At lunch yesterday, Tina (or maybe Abigail) asked about the race plan for the Cherry Blossom 10 Miler tomorrow. A race plan is still a novel concept for me – actually thinking through the race before it happens, rather than just getting out there and hoping to survive. As a race plan novice, this is the best I’ve managed:
- On Friday – two days til the race – think about starting the day with a slow, easy run, but instead get the deepest, longest night’s sleep in weeks, and spend the afternoon walking and talking with a good friend.
- Spend more time than is really logical debating whether I can go to a Depeche Mode dance night at the Cat and still be up for a 730am race. (No.) (What are you thinking?!) (But 3 weeks ago I pulled off dancing til 2am followed by a 9 mile run!) (But that run was in the afternoon, and you were reasonably well rested before!) (But the last dance night at the Cat was amazing!) (But you still have to be up at 530 in the damned morning.)
- Eat other people’s fried food and drink plenty of beer (carbs = fuel!).
- On Saturday, HYDRATE. This is important as race prep and because of the previous step.
- A lot of stretching so that I don’t feel like I’ve broken my butt immediately post-race.
- Avoid weird foods if possible as the actual race plan doesn’t involve any stopping at on-course port-a-potties.
- A solid night’s sleep if such a thing is possible, despite my burning desire to go to the Depeche Mode night.
- Awake by 5:30 in hopes of fitting in coffee, something small to eat, and the all-important pre-race poop. Seriously, you’ll rue the day you skip that step.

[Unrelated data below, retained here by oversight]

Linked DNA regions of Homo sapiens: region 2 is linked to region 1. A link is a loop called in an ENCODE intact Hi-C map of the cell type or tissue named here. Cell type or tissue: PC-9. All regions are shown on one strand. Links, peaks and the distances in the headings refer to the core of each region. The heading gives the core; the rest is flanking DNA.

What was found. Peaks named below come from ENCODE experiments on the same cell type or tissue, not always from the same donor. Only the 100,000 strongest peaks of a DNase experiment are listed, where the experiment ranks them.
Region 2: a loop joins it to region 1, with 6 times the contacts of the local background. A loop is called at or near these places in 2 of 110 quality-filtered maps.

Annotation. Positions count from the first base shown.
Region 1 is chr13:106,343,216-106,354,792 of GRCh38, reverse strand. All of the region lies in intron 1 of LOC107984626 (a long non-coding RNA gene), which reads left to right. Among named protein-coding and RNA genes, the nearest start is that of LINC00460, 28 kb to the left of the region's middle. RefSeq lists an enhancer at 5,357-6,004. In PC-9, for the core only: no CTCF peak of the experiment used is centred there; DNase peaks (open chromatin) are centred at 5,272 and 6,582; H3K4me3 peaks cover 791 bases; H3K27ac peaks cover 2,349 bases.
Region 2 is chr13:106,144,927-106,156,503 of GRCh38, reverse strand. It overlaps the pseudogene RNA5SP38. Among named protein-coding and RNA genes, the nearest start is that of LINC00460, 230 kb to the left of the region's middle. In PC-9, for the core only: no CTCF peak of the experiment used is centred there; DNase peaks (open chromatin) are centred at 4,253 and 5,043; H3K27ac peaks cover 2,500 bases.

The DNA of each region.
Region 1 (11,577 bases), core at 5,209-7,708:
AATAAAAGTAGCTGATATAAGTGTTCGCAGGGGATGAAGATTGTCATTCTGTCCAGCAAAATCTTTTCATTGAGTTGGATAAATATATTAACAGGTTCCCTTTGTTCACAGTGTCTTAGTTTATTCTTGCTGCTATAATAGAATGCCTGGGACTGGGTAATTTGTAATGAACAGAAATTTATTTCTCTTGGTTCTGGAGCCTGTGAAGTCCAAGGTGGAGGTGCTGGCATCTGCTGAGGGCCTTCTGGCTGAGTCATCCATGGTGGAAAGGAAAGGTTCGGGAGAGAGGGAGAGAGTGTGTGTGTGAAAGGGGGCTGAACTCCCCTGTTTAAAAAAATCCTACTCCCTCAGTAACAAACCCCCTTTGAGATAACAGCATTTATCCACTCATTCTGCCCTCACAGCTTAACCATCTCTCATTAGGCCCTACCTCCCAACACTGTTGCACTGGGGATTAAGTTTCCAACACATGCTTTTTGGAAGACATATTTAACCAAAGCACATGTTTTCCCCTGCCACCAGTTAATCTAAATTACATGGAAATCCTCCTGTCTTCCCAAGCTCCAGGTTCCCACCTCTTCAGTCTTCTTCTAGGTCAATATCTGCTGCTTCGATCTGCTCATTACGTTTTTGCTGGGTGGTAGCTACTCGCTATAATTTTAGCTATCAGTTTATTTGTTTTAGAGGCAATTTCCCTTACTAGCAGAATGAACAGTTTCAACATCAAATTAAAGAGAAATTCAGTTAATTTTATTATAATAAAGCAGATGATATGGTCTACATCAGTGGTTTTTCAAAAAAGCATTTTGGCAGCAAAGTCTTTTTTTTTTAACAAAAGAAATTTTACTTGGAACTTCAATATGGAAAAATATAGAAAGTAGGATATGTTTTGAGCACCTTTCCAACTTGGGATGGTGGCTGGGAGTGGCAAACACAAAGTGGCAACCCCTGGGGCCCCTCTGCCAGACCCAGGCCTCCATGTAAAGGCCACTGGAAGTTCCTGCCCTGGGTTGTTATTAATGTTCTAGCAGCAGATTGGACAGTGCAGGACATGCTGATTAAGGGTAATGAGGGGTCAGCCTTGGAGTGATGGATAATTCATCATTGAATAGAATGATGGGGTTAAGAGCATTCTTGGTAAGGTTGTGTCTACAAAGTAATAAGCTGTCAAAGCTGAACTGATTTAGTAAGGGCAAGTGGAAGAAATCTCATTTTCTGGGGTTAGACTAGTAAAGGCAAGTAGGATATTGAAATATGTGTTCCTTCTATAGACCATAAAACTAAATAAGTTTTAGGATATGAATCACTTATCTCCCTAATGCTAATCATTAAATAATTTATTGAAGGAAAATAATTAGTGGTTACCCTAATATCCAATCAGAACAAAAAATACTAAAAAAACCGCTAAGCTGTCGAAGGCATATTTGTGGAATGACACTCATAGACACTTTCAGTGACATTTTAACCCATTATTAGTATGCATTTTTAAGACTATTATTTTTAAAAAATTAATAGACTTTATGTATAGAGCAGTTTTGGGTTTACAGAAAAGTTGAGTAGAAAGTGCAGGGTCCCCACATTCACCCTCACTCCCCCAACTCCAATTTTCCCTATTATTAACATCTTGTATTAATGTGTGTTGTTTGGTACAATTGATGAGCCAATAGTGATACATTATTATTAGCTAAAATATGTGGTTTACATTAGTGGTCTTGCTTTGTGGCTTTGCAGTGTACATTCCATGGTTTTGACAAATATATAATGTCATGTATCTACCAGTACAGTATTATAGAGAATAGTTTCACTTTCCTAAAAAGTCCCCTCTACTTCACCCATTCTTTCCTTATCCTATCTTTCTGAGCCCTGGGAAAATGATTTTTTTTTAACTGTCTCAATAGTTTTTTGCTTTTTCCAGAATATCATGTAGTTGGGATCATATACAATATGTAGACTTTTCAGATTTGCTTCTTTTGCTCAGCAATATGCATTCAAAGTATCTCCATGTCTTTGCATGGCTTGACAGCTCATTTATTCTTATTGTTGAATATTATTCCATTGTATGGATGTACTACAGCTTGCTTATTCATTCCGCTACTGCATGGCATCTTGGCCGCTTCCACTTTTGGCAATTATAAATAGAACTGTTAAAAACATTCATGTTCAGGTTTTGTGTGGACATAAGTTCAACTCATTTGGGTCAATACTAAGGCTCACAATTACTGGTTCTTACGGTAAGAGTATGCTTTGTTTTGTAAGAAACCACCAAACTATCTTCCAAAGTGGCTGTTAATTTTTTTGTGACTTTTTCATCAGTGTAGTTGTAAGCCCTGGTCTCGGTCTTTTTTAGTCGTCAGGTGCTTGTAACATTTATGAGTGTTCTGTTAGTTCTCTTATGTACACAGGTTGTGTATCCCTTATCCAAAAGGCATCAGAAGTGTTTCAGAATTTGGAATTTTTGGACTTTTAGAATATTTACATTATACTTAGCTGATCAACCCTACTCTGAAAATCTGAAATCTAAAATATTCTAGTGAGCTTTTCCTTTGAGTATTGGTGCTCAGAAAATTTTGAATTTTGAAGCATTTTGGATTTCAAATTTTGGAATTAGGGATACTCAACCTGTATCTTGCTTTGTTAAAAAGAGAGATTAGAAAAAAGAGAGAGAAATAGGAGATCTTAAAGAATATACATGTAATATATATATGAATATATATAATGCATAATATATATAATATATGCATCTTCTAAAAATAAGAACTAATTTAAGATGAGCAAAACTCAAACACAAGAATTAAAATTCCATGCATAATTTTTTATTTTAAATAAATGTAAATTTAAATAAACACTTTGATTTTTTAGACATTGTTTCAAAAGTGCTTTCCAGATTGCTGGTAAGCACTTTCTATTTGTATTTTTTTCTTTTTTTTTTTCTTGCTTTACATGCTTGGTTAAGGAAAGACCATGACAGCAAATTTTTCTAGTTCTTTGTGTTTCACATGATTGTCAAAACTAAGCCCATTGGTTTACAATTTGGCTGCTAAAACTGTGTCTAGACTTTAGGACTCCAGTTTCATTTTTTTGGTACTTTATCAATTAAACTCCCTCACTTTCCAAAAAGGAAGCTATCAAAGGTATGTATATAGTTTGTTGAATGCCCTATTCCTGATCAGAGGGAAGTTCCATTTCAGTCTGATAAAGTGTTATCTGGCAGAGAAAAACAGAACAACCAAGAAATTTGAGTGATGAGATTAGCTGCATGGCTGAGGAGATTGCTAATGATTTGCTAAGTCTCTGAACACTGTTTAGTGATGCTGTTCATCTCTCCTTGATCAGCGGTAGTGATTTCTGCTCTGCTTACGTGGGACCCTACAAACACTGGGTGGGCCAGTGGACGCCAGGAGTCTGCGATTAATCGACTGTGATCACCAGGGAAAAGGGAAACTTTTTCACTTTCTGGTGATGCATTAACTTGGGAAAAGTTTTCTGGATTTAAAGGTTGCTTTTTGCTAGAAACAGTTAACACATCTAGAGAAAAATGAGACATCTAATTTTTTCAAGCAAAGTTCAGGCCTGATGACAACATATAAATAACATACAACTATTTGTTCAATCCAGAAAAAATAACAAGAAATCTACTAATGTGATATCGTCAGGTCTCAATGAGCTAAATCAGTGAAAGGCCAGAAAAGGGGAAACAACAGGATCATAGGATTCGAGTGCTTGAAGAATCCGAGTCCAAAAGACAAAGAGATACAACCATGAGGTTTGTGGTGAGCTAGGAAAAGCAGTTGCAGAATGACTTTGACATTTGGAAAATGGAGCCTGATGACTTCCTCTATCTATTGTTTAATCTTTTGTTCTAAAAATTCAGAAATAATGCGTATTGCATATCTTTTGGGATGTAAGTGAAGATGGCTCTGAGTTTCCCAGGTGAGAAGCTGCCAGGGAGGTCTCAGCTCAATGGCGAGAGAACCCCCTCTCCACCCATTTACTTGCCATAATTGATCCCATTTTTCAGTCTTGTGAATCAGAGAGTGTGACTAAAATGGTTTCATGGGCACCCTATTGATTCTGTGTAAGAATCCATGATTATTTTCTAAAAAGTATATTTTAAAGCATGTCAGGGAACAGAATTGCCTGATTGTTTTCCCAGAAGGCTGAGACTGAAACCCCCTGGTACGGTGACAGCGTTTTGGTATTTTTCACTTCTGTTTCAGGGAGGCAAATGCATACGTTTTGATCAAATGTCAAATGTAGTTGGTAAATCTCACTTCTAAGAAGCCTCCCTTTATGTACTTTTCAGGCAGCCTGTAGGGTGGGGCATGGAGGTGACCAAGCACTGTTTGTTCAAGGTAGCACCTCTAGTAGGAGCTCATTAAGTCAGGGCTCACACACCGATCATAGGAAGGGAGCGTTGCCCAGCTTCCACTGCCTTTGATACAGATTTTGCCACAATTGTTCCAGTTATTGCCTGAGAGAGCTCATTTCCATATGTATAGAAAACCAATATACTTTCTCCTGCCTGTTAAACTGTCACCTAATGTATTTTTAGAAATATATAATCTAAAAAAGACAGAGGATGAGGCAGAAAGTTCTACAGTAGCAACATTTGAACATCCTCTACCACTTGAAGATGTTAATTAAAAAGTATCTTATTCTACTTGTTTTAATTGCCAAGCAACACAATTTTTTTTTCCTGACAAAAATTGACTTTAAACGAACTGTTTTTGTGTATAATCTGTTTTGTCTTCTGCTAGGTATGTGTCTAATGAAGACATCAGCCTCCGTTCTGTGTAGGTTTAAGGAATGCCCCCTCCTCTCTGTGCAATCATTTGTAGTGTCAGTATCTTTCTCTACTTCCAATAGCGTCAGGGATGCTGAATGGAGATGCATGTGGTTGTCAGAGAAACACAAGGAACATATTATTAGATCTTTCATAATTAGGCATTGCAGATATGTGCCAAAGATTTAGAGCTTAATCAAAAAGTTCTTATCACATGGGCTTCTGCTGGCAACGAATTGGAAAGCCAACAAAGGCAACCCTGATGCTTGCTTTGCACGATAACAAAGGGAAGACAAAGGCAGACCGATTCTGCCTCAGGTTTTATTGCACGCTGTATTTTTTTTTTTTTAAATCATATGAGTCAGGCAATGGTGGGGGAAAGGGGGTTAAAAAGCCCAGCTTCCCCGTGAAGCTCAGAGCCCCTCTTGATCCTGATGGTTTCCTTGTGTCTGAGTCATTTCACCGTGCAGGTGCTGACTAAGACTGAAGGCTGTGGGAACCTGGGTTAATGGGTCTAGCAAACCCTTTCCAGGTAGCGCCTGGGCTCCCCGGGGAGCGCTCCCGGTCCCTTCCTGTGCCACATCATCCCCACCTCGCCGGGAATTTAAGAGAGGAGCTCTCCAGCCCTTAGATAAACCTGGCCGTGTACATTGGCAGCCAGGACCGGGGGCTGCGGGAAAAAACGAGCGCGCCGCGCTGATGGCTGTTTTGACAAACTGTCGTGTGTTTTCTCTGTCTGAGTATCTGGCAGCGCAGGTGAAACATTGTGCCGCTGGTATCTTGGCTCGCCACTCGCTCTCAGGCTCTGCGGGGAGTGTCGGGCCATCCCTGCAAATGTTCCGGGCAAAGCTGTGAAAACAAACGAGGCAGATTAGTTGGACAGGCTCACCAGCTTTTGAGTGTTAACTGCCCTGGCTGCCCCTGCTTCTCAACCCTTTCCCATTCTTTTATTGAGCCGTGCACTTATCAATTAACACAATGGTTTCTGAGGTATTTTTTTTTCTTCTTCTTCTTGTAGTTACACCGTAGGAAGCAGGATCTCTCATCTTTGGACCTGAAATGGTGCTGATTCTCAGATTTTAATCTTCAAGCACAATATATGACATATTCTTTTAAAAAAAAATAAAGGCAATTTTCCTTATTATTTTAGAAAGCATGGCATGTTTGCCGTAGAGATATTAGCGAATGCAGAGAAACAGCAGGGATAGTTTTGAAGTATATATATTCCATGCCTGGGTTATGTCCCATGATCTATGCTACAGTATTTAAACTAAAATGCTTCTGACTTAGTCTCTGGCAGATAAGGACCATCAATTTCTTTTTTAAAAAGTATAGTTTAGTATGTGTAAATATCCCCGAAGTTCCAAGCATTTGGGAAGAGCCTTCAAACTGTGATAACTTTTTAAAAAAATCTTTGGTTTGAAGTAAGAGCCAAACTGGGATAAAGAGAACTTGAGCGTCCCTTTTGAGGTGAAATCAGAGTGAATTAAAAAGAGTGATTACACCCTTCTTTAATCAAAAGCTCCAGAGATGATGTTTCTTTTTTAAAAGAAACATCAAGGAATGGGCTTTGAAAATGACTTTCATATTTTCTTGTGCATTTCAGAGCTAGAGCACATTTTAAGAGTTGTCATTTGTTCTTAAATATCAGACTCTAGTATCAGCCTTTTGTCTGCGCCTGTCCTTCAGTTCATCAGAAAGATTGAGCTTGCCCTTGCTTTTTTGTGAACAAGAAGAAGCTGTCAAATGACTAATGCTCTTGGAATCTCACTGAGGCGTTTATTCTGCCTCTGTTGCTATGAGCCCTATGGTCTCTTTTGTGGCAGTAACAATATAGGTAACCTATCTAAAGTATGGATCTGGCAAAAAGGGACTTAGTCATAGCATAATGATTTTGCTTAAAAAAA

- Lube up any part that might chafe. You’ll also rue skipping this step.
- Kit up: my second pair of Kinvaras in the last year, science pants, sleeveless top, toss top for starting line warmth. Bandana because my hair seriously will not stay out of my face. In the pocket of my top: phone, ipod, ID, gel. No Mr. Pickle, alas.
- Head down to the Mall, where Tina and Abigail and I will line up with whatever damn wave we please.
- Feel inadequate as we round the first curve and see the elite women already four miles into the race.
- Pace at a 9 minute mile. I’ve been doing 9:15 in hilly-ass Ann Arbor, so I think this is possible.
- Get choked up running back across the Memorial Bridge as the sun comes out.
- No water before mile 4. First gel around mile 5.
- Stop for beer and Oreos at the tip of Hains Point if such things are on offer this year.
- Don’t save anything for the way back. Regret it on that last little incline.
- Hope for a space blanket or at least a banana at the finish line.
- Find Tina and Abigail. Smile big!
- Eat all the food
In the next three hours, I’ll leave Ann Arbor for good. Yesterday I felt ready, but today, now that the departure is actually imminent, now that I have a time when I need to be on the road, I’m fighting it.
In an effort to avoid work and the storm last night, I spent some time reading old entries in my LiveJournal, and in doing so, came across excerpts from Susan Minot’s Evening, a book that I’d all but forgotten reading. The really breathtaking parts are in the original entry, but the following resonated with me as much now as it did when I first read it eight years ago: